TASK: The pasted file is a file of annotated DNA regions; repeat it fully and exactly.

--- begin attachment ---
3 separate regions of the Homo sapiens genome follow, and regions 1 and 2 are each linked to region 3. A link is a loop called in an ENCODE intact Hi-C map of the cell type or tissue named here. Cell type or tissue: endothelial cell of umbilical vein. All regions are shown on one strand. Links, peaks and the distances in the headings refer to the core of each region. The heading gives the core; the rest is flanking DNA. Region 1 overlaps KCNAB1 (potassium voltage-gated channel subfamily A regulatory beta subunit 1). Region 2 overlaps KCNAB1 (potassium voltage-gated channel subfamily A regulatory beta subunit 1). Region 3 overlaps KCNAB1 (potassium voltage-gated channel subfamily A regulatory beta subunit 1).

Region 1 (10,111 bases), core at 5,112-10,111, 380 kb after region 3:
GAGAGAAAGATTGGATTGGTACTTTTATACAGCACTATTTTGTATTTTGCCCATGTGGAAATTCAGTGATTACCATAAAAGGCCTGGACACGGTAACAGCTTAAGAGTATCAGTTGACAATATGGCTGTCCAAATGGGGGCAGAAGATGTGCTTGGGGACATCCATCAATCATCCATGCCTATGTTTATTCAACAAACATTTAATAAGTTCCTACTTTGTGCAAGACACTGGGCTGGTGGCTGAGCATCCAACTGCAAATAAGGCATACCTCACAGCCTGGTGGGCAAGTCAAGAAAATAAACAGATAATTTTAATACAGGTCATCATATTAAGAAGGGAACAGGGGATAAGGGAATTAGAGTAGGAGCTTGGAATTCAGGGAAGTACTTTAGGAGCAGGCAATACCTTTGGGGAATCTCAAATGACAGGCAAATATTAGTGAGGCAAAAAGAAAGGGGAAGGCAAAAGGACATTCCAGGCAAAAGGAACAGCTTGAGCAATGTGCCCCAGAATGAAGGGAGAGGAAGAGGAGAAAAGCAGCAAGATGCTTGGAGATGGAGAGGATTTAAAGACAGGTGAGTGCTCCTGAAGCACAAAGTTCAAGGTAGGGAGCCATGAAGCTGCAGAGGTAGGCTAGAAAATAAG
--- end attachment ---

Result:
3 separate regions of the Homo sapiens genome follow, and regions 1 and 2 are each linked to region 3. A link is a loop called in an ENCODE intact Hi-C map of the cell type or tissue named here. Cell type or tissue: endothelial cell of umbilical vein. All regions are shown on one strand. Links, peaks and the distances in the headings refer to the core of each region. The heading gives the core; the rest is flanking DNA. Region 1 overlaps KCNAB1 (potassium voltage-gated channel subfamily A regulatory beta subunit 1). Region 2 overlaps KCNAB1 (potassium voltage-gated channel subfamily A regulatory beta subunit 1). Region 3 overlaps KCNAB1 (potassium voltage-gated channel subfamily A regulatory beta subunit 1).

Region 1 (10,111 bases), core at 5,112-10,111, 380 kb after region 3:
GAGAGAAAGATTGGATTGGTACTTTTATACAGCACTATTTTGTATTTTGCCCATGTGGAAATTCAGTGATTACCATAAAAGGCCTGGACACGGTAACAGCTTAAGAGTATCAGTTGACAATATGGCTGTCCAAATGGGGGCAGAAGATGTGCTTGGGGACATCCATCAATCATCCATGCCTATGTTTATTCAACAAACATTTAATAAGTTCCTACTTTGTGCAAGACACTGGGCTGGTGGCTGAGCATCCAACTGCAAATAAGGCATACCTCACAGCCTGGTGGGCAAGTCAAGAAAATAAACAGATAATTTTAATACAGGTCATCATATTAAGAAGGGAACAGGGGATAAGGGAATTAGAGTAGGAGCTTGGAATTCAGGGAAGTACTTTAGGAGCAGGCAATACCTTTGGGGAATCTCAAATGACAGGCAAATATTAGTGAGGCAAAAAGAAAGGGGAAGGCAAAAGGACATTCCAGGCAAAAGGAACAGCTTGAGCAATGTGCCCCAGAATGAAGGGAGAGGAAGAGGAGAAAAGCAGCAAGATGCTTGGAGATGGAGAGGATTTAAAGACAGGTGAGTGCTCCTGAAGCACAAAGTTCAAGGTAGGGAGCCATGAAGCTGCAGAGGTAGGCTAGAAAATAAG